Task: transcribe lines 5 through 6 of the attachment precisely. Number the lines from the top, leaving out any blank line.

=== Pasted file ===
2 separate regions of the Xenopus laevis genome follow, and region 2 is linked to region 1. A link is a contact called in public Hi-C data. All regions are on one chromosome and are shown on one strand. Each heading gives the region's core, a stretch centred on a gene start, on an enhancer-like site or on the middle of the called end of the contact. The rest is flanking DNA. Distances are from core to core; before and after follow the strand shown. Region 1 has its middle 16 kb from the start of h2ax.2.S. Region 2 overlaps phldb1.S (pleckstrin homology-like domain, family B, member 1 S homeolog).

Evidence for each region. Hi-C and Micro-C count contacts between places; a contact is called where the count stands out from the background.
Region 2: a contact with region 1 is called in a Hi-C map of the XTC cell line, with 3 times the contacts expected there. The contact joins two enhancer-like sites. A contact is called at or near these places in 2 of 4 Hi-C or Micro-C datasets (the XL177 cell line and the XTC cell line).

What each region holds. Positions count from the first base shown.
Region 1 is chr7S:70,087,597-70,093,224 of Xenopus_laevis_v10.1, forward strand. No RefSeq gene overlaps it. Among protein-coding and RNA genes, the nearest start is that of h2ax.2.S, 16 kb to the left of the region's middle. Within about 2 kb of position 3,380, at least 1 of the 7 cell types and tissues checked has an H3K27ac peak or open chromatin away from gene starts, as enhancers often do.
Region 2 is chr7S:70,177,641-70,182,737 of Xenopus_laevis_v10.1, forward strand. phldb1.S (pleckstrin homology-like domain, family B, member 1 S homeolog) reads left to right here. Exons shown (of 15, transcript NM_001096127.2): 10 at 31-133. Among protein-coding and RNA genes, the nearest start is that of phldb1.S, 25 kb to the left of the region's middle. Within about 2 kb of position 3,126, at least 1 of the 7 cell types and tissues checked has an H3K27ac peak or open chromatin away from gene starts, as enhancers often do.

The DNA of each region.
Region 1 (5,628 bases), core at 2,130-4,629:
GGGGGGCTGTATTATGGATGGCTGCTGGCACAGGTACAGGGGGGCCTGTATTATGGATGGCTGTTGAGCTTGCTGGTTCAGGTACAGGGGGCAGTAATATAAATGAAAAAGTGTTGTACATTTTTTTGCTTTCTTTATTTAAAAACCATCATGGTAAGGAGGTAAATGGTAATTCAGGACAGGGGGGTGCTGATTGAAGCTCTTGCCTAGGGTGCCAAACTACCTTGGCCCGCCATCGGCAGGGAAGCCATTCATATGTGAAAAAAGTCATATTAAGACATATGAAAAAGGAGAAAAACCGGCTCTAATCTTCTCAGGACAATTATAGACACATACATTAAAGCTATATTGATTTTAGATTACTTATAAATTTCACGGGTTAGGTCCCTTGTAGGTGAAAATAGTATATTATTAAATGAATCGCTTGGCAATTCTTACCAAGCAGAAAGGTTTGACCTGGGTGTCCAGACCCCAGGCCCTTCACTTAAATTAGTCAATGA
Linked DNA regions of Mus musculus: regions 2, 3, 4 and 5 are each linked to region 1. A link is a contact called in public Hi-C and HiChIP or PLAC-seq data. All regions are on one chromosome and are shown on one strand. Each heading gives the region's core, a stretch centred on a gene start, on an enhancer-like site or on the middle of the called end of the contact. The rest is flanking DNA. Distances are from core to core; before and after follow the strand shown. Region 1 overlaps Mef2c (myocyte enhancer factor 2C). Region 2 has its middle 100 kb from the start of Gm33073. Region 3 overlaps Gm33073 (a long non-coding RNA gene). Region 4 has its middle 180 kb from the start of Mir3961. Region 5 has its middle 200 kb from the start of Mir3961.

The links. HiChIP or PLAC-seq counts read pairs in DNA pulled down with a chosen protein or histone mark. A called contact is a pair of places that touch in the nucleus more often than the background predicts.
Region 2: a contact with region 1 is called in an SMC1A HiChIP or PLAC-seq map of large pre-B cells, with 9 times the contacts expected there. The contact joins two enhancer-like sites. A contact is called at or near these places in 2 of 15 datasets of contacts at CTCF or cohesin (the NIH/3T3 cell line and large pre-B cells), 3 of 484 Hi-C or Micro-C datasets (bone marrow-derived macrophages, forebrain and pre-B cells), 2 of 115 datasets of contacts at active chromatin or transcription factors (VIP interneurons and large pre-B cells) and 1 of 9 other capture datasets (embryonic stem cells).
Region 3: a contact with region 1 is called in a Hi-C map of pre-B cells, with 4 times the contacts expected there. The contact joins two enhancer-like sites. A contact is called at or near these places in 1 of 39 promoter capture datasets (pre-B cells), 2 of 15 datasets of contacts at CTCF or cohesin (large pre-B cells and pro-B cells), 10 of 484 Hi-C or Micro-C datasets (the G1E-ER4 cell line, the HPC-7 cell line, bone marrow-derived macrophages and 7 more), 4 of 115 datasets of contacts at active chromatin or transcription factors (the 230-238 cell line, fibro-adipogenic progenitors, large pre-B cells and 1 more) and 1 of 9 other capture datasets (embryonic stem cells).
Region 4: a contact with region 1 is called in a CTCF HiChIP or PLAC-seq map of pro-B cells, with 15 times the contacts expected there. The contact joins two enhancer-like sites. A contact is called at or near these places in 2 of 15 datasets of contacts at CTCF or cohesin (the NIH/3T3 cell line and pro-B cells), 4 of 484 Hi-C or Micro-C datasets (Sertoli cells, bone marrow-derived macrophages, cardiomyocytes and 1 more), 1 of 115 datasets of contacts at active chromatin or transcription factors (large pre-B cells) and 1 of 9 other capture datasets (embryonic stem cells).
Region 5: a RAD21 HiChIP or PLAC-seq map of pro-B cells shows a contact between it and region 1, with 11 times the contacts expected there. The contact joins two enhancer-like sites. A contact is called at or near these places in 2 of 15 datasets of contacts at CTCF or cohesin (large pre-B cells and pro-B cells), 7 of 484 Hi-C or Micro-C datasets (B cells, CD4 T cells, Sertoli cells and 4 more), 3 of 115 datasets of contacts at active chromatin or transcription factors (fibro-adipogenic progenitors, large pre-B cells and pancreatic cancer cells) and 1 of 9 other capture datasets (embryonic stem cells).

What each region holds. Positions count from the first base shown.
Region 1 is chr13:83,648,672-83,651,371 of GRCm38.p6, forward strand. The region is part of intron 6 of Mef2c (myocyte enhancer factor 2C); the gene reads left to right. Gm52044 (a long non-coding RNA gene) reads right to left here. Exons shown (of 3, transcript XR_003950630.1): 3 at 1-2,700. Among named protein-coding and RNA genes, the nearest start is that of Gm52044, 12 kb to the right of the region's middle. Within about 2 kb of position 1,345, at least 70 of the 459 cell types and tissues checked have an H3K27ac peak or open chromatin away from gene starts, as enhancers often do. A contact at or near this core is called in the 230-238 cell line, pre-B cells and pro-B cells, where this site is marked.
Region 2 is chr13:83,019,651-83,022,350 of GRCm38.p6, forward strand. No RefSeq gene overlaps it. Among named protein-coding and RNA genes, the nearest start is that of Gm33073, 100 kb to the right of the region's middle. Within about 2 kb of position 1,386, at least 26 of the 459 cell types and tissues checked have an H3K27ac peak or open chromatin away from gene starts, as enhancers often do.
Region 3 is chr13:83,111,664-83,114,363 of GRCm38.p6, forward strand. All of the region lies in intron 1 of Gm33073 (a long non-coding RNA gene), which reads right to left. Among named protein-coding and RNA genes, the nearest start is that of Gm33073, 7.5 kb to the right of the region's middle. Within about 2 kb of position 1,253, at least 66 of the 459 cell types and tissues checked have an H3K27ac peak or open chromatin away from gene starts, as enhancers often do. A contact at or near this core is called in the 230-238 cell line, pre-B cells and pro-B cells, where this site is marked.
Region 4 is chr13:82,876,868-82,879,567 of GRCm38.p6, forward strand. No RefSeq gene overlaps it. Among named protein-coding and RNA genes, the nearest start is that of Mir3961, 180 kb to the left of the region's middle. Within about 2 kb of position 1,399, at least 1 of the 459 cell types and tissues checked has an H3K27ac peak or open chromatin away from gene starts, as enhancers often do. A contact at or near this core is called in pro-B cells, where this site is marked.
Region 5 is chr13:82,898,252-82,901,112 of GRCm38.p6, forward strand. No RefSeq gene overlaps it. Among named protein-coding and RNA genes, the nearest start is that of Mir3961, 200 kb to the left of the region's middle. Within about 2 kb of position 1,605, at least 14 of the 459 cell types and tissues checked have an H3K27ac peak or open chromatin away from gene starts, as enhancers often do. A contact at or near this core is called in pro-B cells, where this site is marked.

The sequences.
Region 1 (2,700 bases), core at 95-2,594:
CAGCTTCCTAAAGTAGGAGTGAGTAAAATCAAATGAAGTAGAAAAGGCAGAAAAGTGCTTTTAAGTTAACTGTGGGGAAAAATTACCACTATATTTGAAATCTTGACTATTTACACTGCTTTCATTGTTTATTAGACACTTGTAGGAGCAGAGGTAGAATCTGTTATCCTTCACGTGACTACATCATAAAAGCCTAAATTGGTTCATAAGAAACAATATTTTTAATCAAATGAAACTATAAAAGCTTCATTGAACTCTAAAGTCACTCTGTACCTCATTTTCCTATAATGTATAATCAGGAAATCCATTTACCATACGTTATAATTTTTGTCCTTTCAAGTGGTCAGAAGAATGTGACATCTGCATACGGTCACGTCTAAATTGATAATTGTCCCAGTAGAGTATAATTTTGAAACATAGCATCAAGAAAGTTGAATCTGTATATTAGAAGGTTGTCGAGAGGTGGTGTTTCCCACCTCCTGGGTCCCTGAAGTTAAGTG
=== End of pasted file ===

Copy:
Region 1 is chr7S:70,087,597-70,093,224 of Xenopus_laevis_v10.1, forward strand. No RefSeq gene overlaps it. Among protein-coding and RNA genes, the nearest start is that of h2ax.2.S, 16 kb to the left of the region's middle. Within about 2 kb of position 3,380, at least 1 of the 7 cell types and tissues checked has an H3K27ac peak or open chromatin away from gene starts, as enhancers often do.
Region 2 is chr7S:70,177,641-70,182,737 of Xenopus_laevis_v10.1, forward strand. phldb1.S (pleckstrin homology-like domain, family B, member 1 S homeolog) reads left to right here. Exons shown (of 15, transcript NM_001096127.2): 10 at 31-133. Among protein-coding and RNA genes, the nearest start is that of phldb1.S, 25 kb to the left of the region's middle. Within about 2 kb of position 3,126, at least 1 of the 7 cell types and tissues checked has an H3K27ac peak or open chromatin away from gene starts, as enhancers often do.